Monday, September 17, 2012

Basic Money Mistakes to Avoid

Most people worry about money—but you don’t have to let your worries ruin your life…not now and not when you’re older (and have more money). You can help your financial situation (and lessen your worries) if you avoid some basic money mistakes.

Mistake: Not tracking your spending.
What You Should Do: Pay attention to where your money goes. Remember to track all the incidentals you pay cash for. When you have a credit card, your credit card statement will help you track your spending. If you use a debit card, write the date, amount spent, and the name of the store.
Benefit to You: Tracking your spending will help make it easier to stick to your budget. You’ll see where your money is going—and you can make changes right away if you see that you’re wasting money.

Mistake: Not setting up a budget (and sticking to it). This advice may seem elementary, but many smart people don’t take it seriously.
What You Should Do: Determine how much money you realistically need to pay bills and buy needed supplies for a week or month, and don’t go over it.
Benefit to You: You will be in charge of your money—and with that accomplishment comes a good feeling—not that frantic, sick-to-your-stomach feeling that you get when you realize you don’t have enough money.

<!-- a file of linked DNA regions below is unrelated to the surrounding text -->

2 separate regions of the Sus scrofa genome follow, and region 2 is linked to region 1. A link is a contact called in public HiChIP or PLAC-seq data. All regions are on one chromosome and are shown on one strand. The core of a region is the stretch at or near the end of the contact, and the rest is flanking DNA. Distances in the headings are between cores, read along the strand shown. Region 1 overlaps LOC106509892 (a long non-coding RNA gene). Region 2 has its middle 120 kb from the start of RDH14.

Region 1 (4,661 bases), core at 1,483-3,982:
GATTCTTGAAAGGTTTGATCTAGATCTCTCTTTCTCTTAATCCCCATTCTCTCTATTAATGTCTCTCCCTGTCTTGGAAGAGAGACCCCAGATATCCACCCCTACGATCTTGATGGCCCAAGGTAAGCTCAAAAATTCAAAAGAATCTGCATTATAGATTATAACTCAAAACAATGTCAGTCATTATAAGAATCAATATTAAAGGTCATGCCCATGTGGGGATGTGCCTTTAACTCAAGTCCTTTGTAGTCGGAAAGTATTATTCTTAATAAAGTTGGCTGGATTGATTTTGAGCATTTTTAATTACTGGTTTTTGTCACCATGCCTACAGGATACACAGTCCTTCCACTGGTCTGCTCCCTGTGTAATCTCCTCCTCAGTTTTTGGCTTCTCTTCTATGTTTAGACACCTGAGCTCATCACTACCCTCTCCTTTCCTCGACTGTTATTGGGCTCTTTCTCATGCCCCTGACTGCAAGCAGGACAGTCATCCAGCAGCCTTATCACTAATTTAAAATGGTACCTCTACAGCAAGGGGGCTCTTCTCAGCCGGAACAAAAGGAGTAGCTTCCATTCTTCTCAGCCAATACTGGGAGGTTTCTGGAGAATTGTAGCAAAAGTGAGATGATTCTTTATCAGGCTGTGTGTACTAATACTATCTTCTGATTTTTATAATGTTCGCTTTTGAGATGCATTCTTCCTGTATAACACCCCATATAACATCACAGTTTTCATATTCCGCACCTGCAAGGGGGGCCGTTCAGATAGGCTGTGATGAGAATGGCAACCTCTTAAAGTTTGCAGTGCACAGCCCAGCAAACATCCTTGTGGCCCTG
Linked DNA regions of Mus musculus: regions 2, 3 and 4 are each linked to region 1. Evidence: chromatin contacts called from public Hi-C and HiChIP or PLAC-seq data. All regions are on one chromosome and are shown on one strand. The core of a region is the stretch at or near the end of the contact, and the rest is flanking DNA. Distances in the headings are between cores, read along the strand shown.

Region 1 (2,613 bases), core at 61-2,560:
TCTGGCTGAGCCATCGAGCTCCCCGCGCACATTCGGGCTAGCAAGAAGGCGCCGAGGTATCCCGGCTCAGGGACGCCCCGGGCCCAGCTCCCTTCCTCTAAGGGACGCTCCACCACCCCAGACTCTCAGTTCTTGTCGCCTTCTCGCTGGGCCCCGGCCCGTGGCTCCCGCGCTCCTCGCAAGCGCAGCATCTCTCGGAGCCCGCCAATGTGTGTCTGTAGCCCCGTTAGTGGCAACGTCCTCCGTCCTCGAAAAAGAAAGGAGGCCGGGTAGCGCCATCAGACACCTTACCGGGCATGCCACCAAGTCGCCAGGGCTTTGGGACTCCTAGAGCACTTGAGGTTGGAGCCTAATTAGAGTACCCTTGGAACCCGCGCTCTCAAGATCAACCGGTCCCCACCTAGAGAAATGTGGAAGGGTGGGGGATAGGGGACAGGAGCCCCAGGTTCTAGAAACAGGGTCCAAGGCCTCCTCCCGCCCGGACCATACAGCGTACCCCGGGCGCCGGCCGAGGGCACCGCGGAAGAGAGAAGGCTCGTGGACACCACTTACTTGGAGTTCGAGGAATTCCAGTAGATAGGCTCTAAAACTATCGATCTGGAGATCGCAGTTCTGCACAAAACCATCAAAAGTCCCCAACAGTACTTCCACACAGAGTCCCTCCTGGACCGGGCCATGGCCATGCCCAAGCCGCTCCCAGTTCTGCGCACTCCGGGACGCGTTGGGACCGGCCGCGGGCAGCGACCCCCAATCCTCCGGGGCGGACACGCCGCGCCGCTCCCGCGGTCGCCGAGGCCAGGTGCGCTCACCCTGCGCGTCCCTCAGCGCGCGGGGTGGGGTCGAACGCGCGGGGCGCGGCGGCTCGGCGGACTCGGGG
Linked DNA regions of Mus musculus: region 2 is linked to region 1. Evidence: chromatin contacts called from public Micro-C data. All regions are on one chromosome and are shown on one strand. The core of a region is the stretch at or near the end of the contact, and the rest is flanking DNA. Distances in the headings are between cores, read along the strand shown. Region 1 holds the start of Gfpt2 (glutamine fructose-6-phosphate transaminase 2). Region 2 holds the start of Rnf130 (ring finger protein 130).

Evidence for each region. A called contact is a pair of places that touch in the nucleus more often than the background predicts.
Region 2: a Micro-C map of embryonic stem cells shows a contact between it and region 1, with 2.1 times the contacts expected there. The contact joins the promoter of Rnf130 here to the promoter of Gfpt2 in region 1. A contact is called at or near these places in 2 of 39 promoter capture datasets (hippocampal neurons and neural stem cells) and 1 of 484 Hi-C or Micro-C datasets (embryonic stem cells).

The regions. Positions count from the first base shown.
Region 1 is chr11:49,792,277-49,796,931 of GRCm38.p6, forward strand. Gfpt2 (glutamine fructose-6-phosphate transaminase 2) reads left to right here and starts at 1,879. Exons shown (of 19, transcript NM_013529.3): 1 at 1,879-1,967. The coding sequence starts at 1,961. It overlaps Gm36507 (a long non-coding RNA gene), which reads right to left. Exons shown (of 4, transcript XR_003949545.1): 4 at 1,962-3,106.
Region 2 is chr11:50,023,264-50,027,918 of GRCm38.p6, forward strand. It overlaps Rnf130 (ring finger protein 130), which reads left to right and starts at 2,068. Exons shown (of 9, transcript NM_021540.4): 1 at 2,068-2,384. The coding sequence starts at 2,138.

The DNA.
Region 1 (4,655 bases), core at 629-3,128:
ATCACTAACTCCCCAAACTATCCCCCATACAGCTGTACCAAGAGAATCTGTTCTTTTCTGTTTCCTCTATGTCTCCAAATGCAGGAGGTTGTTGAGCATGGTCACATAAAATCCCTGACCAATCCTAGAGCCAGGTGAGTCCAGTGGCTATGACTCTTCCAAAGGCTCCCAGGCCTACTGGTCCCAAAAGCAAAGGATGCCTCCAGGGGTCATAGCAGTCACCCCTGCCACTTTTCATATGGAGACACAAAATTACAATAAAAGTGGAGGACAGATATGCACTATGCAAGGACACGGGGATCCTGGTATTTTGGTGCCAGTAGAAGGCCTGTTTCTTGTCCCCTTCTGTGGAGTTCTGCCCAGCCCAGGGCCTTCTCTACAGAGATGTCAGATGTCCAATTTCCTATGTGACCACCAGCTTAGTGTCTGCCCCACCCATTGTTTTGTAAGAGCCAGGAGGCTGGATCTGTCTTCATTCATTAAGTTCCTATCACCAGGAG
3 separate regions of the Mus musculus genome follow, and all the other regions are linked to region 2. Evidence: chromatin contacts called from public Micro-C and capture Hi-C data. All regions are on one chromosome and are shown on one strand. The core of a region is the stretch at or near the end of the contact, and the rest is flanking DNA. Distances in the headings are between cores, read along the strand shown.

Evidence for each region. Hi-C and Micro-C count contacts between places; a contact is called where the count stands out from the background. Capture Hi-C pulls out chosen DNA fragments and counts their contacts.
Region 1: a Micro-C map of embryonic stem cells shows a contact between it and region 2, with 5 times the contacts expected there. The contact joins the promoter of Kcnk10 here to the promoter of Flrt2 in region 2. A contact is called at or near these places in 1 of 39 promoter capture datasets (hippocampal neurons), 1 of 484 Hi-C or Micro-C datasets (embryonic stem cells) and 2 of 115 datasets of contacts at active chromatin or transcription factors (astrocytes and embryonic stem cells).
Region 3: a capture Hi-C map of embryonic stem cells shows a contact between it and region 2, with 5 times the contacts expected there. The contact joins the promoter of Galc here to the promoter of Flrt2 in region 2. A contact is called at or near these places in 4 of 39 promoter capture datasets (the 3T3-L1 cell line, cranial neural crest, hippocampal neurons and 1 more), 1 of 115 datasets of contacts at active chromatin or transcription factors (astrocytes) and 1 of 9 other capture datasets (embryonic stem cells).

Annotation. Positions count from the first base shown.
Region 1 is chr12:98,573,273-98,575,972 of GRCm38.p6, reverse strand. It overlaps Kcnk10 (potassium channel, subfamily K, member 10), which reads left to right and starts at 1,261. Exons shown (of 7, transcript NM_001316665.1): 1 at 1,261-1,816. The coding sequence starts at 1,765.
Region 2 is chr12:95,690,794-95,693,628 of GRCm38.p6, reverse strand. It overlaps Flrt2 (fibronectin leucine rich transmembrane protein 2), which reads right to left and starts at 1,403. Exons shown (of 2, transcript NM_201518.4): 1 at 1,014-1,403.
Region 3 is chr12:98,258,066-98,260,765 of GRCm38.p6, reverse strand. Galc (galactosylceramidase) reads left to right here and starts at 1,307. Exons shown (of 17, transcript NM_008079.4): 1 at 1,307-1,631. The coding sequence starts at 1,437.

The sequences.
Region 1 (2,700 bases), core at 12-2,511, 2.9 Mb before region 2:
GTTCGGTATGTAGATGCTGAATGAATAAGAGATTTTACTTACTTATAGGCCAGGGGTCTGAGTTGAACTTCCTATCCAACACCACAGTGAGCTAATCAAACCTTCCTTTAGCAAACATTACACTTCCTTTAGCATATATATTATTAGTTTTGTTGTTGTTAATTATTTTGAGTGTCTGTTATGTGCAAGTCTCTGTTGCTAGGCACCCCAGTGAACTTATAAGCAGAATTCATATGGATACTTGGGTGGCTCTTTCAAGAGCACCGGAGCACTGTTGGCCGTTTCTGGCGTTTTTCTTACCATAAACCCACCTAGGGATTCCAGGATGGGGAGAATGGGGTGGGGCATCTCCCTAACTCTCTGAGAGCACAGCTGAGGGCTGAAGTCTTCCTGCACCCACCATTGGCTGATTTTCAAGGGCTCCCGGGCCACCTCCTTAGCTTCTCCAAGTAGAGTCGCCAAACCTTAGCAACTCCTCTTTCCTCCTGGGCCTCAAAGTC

Mistake: Not setting up and maintaining an emergency fund.
What You Should Do: Set aside some money for emergencies, and don’t touch it for any other reason. You can get in this habit now by setting aside small amounts of money. Do this and you can start building your emergency fund before you move into your own place.
Benefit to You: Ten or 20 dollars a month can add up, especially if it’s drawing interest.

Mistake: Not shopping around.
What You Should Do: Take the time to look for the best prices, and avoid buying on impulse. Stock up on essentials on sale, and always look for opportunities to negotiate a better deal.
Benefit to You: You’ll get the best deal that’s available, so you’ll spend less money. That’s money you can save. (How about putting the saved money in your emergency fund?)

Why Bother Now?

But, you’re young! Why should you think about any of this now? Well, we’ve said it before (and we’ll probably say it again): the sooner you learn good money skills, the better off you’ll be! Learn these skills now while you’re still living at home. That way, if you make a mistake (think: I spent too much on clothes and now I can’t afford books), your parents can help you fix it—and it likely won’t be as serious as when you’re on your own (think: I don’t have enough money to pay the rent on my apartment).

What about you?

How well are you handling your money? Do you have a budget—and do you stick to it?

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